The Employment Allowance in National Insurance is a significant financial benefit that small businesses in the UK can leverage. However, changes made in 2020 have altered the landscape of this allowance, making it essential for businesses to understand these modifications and how they impact their eligibility.
In National Insurance: A Refresher, Jo Marshall gave her insights into the different classes of national insurance as well as employment allowances.
Previously, claiming the Employment Allowance was a straightforward process. Businesses would simply tick a box within their employment payment summary (EPS) to claim their allowance, which could be up to £4,000. However, in 2020, the HMRC introduced restrictions on this allowance, limiting its availability to smaller businesses.
So, what defines a small business in this context? The HMRC has clarified that if an employer's National Insurance contribution in the previous tax year was less than £100,000, they are eligible to claim the Employment Allowance. However, if the contribution exceeded this amount, the business is no longer eligible to claim the allowance.
This change was implemented as part of an effort to target aid towards businesses that need it most. Larger businesses, which may not even realize they were claiming this money, are now excluded from this benefit. This shift has been seen as a form of state aid, as it provides financial assistance to some businesses but not others based on their size and income.
However, the changes didn't stop there. The Employment Allowance was increased to £5,000 last year, providing a significant boost for small businesses. For many small businesses with just a handful of employees, this increase could cover a substantial portion of the employer's National Insurance contributions for a good chunk of the tax year.
However, claiming the Employment Allowance has become more complex. Businesses now need to identify their sector and ensure that any state aid received over a rolling three-year period does not exceed £200,000. This additional layer of complexity means that businesses must be more diligent in their record-keeping and understanding of the rules.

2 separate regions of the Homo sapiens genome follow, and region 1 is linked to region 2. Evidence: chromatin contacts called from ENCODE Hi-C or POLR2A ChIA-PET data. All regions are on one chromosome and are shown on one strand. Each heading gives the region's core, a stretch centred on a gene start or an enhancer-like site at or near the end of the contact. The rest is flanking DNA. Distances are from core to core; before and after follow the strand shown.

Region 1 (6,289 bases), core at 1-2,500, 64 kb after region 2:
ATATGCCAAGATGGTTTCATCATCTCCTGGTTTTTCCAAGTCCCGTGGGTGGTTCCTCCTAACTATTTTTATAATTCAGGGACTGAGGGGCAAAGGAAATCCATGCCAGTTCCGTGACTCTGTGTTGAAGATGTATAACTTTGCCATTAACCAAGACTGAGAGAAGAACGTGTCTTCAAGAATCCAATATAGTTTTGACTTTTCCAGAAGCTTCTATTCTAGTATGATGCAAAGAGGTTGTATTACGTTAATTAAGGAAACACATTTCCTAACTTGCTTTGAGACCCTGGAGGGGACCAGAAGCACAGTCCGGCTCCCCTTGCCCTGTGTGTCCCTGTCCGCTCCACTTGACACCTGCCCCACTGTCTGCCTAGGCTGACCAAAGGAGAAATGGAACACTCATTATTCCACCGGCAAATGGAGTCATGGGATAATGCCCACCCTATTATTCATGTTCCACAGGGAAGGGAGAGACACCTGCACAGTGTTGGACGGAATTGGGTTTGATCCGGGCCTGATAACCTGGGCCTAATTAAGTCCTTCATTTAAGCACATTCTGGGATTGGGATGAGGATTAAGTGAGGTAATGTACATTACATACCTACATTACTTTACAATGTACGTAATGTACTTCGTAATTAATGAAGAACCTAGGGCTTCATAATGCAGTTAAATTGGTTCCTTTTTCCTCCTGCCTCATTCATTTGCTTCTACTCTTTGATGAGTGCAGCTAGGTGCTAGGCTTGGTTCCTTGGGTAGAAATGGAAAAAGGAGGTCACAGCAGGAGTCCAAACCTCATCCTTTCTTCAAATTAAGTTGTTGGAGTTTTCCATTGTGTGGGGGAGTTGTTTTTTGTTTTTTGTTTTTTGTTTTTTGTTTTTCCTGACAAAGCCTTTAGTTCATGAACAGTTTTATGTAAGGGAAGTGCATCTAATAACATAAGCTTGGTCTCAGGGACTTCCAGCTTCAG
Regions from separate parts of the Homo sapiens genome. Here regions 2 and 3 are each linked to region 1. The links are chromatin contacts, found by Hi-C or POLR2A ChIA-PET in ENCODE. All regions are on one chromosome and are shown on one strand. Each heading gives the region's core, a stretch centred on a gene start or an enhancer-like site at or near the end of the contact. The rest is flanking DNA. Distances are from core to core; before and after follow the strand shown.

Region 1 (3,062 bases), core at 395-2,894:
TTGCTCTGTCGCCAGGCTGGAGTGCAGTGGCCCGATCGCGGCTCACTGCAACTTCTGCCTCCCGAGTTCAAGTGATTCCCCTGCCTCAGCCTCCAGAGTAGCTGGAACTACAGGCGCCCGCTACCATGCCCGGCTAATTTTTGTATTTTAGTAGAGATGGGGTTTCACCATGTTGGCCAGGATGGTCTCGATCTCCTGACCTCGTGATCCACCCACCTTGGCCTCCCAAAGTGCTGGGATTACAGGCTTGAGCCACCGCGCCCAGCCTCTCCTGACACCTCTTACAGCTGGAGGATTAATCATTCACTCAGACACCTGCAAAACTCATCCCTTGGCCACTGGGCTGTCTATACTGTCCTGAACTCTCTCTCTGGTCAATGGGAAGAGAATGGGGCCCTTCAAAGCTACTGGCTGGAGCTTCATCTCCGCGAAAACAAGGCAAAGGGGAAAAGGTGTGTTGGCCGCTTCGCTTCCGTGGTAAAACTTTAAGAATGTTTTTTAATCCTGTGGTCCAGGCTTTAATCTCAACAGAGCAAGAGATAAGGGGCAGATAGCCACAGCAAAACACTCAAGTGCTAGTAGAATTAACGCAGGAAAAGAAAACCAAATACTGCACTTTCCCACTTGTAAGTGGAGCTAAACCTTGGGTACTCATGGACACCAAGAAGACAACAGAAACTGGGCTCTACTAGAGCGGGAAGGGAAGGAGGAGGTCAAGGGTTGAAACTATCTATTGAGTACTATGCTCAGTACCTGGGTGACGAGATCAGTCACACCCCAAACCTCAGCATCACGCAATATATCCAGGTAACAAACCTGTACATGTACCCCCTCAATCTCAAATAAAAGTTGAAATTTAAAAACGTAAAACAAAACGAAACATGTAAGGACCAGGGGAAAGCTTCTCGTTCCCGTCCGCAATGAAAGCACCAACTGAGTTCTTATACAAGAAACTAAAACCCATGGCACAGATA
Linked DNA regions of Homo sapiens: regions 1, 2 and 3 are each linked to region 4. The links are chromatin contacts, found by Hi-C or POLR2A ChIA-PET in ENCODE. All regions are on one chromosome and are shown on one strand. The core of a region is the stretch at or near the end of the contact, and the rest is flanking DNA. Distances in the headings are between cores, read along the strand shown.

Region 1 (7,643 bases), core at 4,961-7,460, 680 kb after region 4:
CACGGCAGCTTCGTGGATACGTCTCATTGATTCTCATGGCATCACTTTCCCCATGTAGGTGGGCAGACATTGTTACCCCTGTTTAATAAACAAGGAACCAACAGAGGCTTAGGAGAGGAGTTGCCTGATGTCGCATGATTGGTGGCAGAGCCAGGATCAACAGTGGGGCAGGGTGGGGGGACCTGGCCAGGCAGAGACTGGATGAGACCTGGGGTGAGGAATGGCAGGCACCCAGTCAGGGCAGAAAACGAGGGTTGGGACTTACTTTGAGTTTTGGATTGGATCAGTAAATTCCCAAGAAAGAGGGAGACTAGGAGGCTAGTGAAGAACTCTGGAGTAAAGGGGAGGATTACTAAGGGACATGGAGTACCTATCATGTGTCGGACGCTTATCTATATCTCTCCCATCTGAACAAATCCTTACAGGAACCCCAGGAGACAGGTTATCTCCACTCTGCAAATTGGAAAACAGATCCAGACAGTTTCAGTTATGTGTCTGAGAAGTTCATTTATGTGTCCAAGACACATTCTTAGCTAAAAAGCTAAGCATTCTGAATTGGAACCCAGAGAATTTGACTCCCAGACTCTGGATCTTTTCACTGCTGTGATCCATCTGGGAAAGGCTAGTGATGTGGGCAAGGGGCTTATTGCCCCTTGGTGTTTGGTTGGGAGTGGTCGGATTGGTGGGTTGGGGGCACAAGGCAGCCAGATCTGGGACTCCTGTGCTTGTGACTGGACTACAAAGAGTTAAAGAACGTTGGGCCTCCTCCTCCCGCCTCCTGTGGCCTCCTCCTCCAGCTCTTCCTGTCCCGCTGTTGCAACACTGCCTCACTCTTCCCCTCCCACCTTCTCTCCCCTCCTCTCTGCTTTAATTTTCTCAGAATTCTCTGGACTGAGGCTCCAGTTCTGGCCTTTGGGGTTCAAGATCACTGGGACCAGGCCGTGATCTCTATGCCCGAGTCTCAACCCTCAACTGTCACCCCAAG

Despite these changes, the Employment Allowance remains a valuable benefit for small businesses. It's crucial to keep an eye on any further modifications to the criteria, as there are ongoing discussions about potential changes within government departments.
Navigating the complexities of the Employment Allowance can be challenging, but it's worth the effort for the financial benefits it can bring to your business. If you're unsure about your eligibility or how to claim, consider seeking professional advice to ensure you're making the most of this opportunity.
The Employment Allowance in National Insurance is a significant financial aid for small businesses. Despite the changes and complexities introduced in recent years, it continues to provide substantial support to those who need it most. By staying informed and proactive, small businesses can leverage this allowance to its fullest potential.
To watch the full session, please click here. During this session, Jo Marshall covers the following topics:
- The 13 NI Category Letters
- The different classes of NI
- The calculation of NI
- Employment Allowance
- The importance of the Lower Earnings Limit
The contents of this article are meant as a guide only and are not a substitute for professional advice. The author/s accept no responsibility for any action taken, or refrained from, as a result of the material contained in this document. Specific advice should be obtained before acting or refraining from acting, in connection with the matters dealt with in this article.